Crookston Times - Crookston, MN
  • Castle Park nature-based initiatives continue to progress

  • Public input sought at June 15 design session in Crookston.

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  •     Despite the City of Crookston's major grant application for Minnesota DNR Parks & Trails funding of a project that would revolutionize Castle Park being essentially in limbo because of the legislative stalemate in St. Paul, efforts to bring a "Natural Play Space" to the park continue to ramp up.
        And those who are making it happen want your input.
        Community members and organizations are invited to participate in the design process on Wednesday, June 15 from 11:30 a.m. to 3 p.m. at the Polk County Sheriff’s Department Community Room (600 Bruce Street), across the street from the Northwest Mental Health Center. A healthy and free lunch will be provided from 11:30 to noon.  Sarah Reese, Polk County Public Health coordinator of the Statewide Health Improvement Program (SHIP) asks that interested participants RSVP to her at 281.3385 or sreese@pcphealth.org by Thursday, June 9.
        So, what is a Natural Play Space and why should we want one in Castle park?
        Reese explains:
        "There is growing research and awareness that connecting children to nature has multiple benefits (physical, social, emotional). An effort is beginning in northwestern Minnesota to integrate and apply the emerging knowledge on this topic to developments in our community. Natural play areas use a blend of natural areas and things found in nature including rocks and plants to interest children in learning about the wonders and secrets of the natural world. Swings and slides may still be there, but new-style playgrounds also offer other things to do that enhance creativity, physical activity and spending time in nature."
        Polk County Public Health’s SHIP is partnering with the City of Crookston, Northwest Regional Sustainable Development Partnership and faculty and students from the University of Minnesota, Crookston and Twin Cities, and local partners including Crookston Early Childhood Initiative (ECI) and Tri-Valley Child Care Resource and Referral in bringing community members together to participate in the design process this summer and will be followed by potential implementation of the nature-based play area this fall. In addition to Crookston, Reese said, a similar Natural Play Space is being envisioned in Warren.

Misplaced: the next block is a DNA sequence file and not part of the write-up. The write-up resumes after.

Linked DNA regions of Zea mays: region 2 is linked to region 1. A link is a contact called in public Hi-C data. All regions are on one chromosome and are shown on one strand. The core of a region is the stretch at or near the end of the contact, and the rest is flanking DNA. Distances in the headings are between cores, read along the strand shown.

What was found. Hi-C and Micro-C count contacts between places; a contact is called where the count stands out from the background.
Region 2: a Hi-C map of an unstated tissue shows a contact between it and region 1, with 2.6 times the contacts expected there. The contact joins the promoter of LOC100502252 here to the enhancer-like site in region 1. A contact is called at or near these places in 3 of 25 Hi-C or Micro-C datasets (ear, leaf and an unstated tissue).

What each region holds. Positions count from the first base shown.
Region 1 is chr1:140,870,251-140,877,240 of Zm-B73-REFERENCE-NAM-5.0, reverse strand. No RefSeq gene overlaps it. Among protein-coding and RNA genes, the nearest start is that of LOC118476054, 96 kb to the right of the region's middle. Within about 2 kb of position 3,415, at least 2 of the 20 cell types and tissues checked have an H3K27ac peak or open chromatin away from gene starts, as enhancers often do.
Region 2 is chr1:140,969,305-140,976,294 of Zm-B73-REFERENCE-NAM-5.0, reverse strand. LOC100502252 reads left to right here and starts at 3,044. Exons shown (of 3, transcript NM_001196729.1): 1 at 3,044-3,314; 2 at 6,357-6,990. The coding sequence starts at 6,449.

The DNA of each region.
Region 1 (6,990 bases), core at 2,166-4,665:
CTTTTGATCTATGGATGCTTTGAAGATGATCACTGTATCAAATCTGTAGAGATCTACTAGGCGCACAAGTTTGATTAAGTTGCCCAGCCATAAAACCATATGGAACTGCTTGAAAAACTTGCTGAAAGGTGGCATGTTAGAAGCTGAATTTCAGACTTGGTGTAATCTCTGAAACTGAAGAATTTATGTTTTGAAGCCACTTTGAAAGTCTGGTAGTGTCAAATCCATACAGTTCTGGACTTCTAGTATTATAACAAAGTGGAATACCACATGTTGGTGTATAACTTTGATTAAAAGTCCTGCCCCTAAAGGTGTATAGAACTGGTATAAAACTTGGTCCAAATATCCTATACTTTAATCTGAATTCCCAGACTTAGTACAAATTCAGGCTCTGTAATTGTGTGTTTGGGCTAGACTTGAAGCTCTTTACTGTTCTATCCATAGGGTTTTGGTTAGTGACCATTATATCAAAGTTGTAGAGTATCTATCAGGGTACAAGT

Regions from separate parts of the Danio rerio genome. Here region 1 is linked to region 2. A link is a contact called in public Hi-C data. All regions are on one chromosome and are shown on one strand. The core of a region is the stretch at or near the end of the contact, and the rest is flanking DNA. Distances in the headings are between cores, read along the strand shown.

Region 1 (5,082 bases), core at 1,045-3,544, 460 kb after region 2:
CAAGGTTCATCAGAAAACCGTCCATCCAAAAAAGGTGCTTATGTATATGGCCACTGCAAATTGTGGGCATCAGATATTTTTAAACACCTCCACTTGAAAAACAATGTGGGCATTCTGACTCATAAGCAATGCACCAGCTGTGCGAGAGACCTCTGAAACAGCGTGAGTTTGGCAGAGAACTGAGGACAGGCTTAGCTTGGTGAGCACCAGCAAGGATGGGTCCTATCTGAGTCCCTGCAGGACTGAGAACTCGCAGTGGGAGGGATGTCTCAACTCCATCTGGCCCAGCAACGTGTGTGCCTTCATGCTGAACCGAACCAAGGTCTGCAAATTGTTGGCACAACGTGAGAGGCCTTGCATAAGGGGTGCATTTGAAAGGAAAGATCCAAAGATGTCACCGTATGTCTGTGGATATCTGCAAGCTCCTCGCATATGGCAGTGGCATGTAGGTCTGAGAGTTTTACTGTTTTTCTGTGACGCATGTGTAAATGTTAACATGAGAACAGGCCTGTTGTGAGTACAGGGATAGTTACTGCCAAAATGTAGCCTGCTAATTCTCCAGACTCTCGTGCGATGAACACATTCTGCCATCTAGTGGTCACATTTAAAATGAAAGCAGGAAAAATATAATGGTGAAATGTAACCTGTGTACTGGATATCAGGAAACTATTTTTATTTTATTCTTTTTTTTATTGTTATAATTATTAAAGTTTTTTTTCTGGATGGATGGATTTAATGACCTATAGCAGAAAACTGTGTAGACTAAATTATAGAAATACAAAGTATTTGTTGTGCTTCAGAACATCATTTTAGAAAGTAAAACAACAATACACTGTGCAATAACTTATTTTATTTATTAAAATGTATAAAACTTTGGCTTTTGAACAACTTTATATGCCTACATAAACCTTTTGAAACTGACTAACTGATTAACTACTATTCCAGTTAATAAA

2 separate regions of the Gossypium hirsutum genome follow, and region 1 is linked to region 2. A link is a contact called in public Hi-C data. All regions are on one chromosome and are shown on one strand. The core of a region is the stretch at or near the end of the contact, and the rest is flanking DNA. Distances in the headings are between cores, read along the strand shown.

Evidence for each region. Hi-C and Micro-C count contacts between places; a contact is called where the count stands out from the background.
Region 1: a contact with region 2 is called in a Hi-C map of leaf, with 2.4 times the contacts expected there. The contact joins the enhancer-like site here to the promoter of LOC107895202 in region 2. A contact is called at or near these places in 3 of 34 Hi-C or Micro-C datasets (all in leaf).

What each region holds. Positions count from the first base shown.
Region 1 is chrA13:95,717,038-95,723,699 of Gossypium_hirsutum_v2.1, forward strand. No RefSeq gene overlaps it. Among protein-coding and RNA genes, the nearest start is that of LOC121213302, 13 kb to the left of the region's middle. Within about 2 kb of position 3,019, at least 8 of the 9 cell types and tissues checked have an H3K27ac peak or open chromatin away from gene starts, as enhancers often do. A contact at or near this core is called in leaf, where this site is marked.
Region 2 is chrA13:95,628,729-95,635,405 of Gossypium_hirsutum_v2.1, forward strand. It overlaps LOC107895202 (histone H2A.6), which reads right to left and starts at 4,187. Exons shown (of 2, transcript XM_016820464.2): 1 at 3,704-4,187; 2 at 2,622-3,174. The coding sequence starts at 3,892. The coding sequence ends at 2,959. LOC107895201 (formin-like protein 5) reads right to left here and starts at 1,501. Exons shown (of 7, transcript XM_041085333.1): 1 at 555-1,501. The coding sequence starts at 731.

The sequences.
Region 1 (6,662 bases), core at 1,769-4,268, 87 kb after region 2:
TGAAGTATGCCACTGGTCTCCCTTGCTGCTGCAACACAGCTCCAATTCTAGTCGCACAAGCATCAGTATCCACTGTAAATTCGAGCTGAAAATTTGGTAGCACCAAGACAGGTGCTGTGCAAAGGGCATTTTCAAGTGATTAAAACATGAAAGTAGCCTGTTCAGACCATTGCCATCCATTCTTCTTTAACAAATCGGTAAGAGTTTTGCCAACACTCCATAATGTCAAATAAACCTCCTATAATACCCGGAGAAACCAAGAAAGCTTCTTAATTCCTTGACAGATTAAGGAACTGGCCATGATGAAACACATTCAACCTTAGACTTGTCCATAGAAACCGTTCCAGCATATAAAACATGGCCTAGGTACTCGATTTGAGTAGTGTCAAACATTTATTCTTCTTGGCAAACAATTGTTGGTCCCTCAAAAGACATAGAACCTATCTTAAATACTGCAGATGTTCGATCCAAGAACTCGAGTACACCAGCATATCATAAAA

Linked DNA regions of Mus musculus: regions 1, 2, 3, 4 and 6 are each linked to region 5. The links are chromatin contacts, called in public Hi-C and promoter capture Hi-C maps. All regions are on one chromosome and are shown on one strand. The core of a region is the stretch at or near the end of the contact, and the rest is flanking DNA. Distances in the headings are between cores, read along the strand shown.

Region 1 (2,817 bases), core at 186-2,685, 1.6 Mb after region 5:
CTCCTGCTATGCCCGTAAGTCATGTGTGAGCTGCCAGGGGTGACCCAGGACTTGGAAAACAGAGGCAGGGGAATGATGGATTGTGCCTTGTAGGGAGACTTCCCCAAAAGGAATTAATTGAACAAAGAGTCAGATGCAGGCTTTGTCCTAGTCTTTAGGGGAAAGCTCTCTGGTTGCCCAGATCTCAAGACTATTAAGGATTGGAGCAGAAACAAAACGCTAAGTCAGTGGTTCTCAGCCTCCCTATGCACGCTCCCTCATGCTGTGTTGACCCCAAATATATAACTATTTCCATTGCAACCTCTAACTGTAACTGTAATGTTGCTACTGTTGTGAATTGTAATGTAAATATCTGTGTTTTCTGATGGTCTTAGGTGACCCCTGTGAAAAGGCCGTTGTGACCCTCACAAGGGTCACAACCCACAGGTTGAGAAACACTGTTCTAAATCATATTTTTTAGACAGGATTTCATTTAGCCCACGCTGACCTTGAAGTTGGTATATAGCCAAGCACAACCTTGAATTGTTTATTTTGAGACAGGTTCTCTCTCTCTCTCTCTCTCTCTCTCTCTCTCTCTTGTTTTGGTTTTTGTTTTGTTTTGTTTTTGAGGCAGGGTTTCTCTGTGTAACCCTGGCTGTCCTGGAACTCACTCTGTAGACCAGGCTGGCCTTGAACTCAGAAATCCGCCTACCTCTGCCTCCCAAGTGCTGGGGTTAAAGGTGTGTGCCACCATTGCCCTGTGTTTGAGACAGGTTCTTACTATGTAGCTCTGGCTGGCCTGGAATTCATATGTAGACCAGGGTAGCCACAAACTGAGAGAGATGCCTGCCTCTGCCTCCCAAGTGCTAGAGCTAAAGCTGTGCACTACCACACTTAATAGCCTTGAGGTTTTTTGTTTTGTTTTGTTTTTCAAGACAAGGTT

"Last week we were notified by the Otto Bremer Foundation that we received $35,000 to increase civic engagement while designing/implementing four natural play areas in our eight-county SHIP region (including Crookston) and increase capacity to address future community physical activity needs," she said. "We have applied for research funds through the University of Minnesota Community Collaborative Grant but are still waiting to hear back about this funding."
        Reese said the initiative continues the work emerging from a very successful “Connecting Children and Nature Conference” held on Sept 29, 2010 at the University of Minnesota, Crookston that was funded by the 2010 Challenge grant to Rydell National Wildlife Refuge.   (See summary at  http://umcrookston.edu/childrenandnature)
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        As for the bigger, around $400,000 project that would include a new campground, Red Lake River recreation area and other amenities in Castle Park, City Administrator Aaron Parrish said the city isn't counting on getting word either way until the legislature addresses the Legacy Amendment funding bill, which had not been passed when the 2011 regular legislative session ended. There's a chance it will be brought up again once Gov. Mark Dayton calls legislators back for a special session. State Rep. Deb Kiel of Crookston told the Times last week that revisiting the Legacy Amendment funding bill is one of her goals at the special session.
        The bill is pitting greater Minnesota legislators against metro area legislators, as both factions want what they see as a fair share of park funding for the area of the state that they represent.